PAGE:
CRUISE CLASH - Late-night talks appear to falter as Carnival threatens to pull vessels over coronavirus protocols
Jamaica is at risk of losing at least three ship calls this week as a “stand-off” over protocols between the Ministry of Health and Wellness and Carnival Cruise Limited deepened last night, with the cruise line threatening to bypass the country if the Government failed to soften its stance on safeguards against the deadly novel coronavirus, or COVID-19.
Up to last night, ministry officials were locked in discussions with senior executives of the cruise line who warned of their intention if local authorities did not relent on the stringency of protocol demands.
Carnival’s hard-line position was triggered after one of its ships was initially denied landing privileges to Ocho Rios yesterday until further information was provided. Passengers from nations on Jamaica’s ban list were not allowed to disembark.
“It could be a stand-off the way it is now, but this is something that we have to hold true to,” Minister of Health and Wellness Dr Christopher Tufton told The Gleaner last night in summing up the stalemate.
“The Carnival people are saying that they are going to be pulling their vessels from Jamaica. I think they have three due to come in this week. But they were making some demands of us to give them guarantees, based on what they say they would do,” Tufton said.
With more than 3,000 COVID-19 deaths and almost 90,000 infections globally, Jamaican government officials drew a red line last week, preventing the MSC Meraviglia from docking in Ocho Rios.
Tufton said the cruise vessel was denied access because it was in breach of the Quarantine Act, as authorities did not file that they had health concerns on board. The Costa Luminosa was forced to await clearance last Friday and a limited number of persons on board disallowed from disembarking.
The health and wellness minister said last night that the Government was unwilling to exercise the flexibility demanded by Carnival, insisting that the health risks to its population were paramount.
“Our position is that we can’t give those guarantees because there are certain procedures that are required for them to file, prior to the ship landing or within a certain time, and we require those as a matter of our protocols. They are now saying that we don’t have any protocols and they can’t come to Jamaica, so they are bypassing Jamaica, and I think they may be doing it to St Lucia, too.
“My position is simple. We value the cruise industry and the benefits that it brings in terms of the tourists that come ... but at this point in time, the reality is that the health and safety of the Jamaican people and population in light of the coronavirus is an absolute priority.”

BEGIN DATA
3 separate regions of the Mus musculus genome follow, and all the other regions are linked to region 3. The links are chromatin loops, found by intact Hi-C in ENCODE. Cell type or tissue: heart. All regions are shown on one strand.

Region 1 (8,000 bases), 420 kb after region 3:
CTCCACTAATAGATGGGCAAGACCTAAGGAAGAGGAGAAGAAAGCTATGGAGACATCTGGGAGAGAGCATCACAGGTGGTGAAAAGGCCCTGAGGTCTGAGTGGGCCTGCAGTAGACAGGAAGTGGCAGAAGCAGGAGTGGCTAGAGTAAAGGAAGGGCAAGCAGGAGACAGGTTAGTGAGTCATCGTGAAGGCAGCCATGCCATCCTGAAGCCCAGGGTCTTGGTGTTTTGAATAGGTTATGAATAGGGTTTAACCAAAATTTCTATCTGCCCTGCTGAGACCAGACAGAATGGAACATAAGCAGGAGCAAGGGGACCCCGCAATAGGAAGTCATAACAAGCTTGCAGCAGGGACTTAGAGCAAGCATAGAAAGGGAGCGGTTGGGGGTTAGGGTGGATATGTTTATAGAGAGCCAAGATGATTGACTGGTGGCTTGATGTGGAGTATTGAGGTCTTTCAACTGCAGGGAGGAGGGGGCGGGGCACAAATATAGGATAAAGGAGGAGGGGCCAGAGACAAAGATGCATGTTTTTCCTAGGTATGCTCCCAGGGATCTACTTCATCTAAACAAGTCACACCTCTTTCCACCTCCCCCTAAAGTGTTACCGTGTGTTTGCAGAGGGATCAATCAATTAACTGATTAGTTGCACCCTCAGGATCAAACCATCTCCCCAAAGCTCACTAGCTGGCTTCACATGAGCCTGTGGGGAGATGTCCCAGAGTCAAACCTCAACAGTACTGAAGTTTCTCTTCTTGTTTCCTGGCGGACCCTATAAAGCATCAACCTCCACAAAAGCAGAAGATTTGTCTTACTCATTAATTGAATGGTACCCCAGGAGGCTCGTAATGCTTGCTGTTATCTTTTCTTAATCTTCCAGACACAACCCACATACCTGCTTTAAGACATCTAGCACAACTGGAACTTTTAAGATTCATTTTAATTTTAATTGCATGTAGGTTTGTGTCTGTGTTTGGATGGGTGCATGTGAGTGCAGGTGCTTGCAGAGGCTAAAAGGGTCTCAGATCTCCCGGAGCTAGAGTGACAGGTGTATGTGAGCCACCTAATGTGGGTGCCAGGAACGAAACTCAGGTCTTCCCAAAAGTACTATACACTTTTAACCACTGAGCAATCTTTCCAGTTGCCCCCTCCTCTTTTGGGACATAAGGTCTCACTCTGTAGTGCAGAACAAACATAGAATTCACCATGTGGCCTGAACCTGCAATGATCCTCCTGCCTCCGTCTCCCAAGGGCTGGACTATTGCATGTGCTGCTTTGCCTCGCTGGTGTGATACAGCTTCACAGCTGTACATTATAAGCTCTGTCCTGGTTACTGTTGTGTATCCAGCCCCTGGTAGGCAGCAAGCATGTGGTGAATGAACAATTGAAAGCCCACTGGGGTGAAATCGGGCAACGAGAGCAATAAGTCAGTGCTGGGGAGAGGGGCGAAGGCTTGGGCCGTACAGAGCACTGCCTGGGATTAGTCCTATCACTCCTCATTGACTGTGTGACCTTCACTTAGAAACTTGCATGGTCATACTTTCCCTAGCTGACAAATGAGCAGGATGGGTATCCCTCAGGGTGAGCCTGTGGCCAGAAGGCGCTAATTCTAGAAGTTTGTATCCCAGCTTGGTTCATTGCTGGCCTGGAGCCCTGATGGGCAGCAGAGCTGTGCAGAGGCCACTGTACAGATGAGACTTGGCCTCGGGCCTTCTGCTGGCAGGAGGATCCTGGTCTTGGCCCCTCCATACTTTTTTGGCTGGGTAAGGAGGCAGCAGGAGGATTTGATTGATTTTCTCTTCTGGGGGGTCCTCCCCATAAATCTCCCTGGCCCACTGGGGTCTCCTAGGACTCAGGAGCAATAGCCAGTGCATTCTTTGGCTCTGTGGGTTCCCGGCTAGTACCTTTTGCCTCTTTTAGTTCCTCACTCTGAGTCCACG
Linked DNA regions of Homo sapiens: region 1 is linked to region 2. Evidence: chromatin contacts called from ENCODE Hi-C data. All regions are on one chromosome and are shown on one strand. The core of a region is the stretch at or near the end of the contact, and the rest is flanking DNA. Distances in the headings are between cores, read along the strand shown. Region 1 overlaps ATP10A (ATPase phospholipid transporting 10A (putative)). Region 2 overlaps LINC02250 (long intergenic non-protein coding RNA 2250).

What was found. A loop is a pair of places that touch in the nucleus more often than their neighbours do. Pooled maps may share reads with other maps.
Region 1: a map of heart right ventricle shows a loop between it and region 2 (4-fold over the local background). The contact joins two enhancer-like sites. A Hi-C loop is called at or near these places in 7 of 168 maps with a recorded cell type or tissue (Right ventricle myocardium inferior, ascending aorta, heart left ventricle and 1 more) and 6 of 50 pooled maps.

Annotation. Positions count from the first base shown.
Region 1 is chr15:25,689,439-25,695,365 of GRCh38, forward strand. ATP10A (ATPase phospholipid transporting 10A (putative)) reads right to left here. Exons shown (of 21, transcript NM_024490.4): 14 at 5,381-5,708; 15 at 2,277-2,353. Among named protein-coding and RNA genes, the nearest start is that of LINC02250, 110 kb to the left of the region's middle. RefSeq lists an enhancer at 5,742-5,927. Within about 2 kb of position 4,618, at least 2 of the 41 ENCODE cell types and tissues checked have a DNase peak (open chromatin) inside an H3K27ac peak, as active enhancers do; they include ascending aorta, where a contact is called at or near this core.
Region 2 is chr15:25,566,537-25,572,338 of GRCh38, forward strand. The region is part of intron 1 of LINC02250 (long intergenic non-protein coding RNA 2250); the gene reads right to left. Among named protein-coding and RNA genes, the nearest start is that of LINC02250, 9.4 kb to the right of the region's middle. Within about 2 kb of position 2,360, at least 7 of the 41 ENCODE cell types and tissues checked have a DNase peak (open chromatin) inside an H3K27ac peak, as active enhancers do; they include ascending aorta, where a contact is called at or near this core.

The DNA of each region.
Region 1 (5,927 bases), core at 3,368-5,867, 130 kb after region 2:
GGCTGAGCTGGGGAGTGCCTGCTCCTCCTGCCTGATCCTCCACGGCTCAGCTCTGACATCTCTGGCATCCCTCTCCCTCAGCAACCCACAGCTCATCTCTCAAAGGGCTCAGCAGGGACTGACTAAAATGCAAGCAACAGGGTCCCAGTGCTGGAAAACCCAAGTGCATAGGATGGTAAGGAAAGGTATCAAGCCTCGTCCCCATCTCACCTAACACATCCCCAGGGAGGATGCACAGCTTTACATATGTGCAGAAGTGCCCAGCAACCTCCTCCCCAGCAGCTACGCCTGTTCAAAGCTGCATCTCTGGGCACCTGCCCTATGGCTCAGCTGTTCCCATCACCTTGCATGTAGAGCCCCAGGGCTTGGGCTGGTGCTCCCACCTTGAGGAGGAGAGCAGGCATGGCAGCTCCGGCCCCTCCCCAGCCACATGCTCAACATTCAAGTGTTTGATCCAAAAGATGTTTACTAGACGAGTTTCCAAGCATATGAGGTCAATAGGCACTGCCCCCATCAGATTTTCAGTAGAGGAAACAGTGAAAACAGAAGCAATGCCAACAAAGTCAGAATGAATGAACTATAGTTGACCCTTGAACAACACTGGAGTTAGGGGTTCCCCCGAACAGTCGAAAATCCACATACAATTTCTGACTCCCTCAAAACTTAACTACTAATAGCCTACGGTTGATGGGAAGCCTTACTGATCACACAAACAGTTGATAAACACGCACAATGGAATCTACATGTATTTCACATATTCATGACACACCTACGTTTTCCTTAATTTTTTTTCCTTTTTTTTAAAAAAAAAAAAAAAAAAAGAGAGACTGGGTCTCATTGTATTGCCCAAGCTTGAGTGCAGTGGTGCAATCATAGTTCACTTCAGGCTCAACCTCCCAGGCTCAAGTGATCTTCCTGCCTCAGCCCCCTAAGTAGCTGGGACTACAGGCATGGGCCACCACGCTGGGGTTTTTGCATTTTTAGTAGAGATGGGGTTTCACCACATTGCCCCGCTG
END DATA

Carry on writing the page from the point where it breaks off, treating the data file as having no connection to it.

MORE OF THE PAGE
The Ocho Rios cruise ship schedule has four Carnival cruise vessels – Horizon, Sunrise, Vista, and Sensation – down to make a total of nine visits to Ocho Rios from March 3-31.
So far, Jamaica has recorded no cases of COVID-19, but health authorities are fearful given the rate of spread, with more than 30 new countries impacted in the last week alone.
Speaking to The Gleaner last night, Michael Belnavis, chairman of the National Cruise Council and mayor of St Ann’s Bay, could not confirm if Carnival had decided to pull out of Ocho Rios, but said he would not be surprised of that development given the heightened concern over coronavirus.
Belnavis said he had spoken with Tourism Minister Edmund Bartlett earlier in the day but the topic of Carnival suspending calls to Ocho Rios had not arisen.
He said, however, that local officials must take steps to avoid the spread of COVID-19 to Jamaica’s shores – even if there is pushback from cruise lines.
“It’s up to the island to make them feel comfortable, and yes, we want the business, but at the same time, we have to think of our people and ensure that there are no situations where we endanger the population,” Belnavis said.
“It’s a lose-lose situation when you have a ship come and they (passengers) can’t come off the ship. What is a win-win in that situation?”
Belnavis said if one person were to contract the novel coronavirus, it could damage the island’s tourist industry.
“It’s up to them (cruise lines) to insist that they check and double-check and triple-check, to ensure that there are no issues there. No issue with their workers and no issue with the people coming in (passengers). None. Zero tolerance!” he insisted.
Meanwhile, president of the St Ann Chamber of Commerce and chairman of the JHTA Ocho Rios and Runaway Bay chapter, Vana Taylor, declined to comment, saying she was unaware of any decision by the cruise line to change its schedule.
Jamaica has imposed travel restrictions on nationals of five countries - China, Italy, South Korea, Singapore, and Iran.
Non-essential travel is discouraged and personnel at all airports and seaports have been sensitised, the ministry said.
Jamaica has developed the local capacity to test for the virus and set up several quarantine facilities. A COVID-19 Coordinating Task Force will be appointed this week.
People’s National Party President Dr Peter Phillips said on Sunday that his party was ready to be a part of a national response to the threat of coronavirus and possible economic fallout.
“We are prepared to help to manage the crisis if called upon by the Government. We are willing to work in every area and guide the Government through the economic crisis, crime and the corona crisis,” Phillips said.
Speaking in Golden Spring at a political meeting, Phillips said that a PNP government would have moved months ago to set up a national task force and execute an emergency response.
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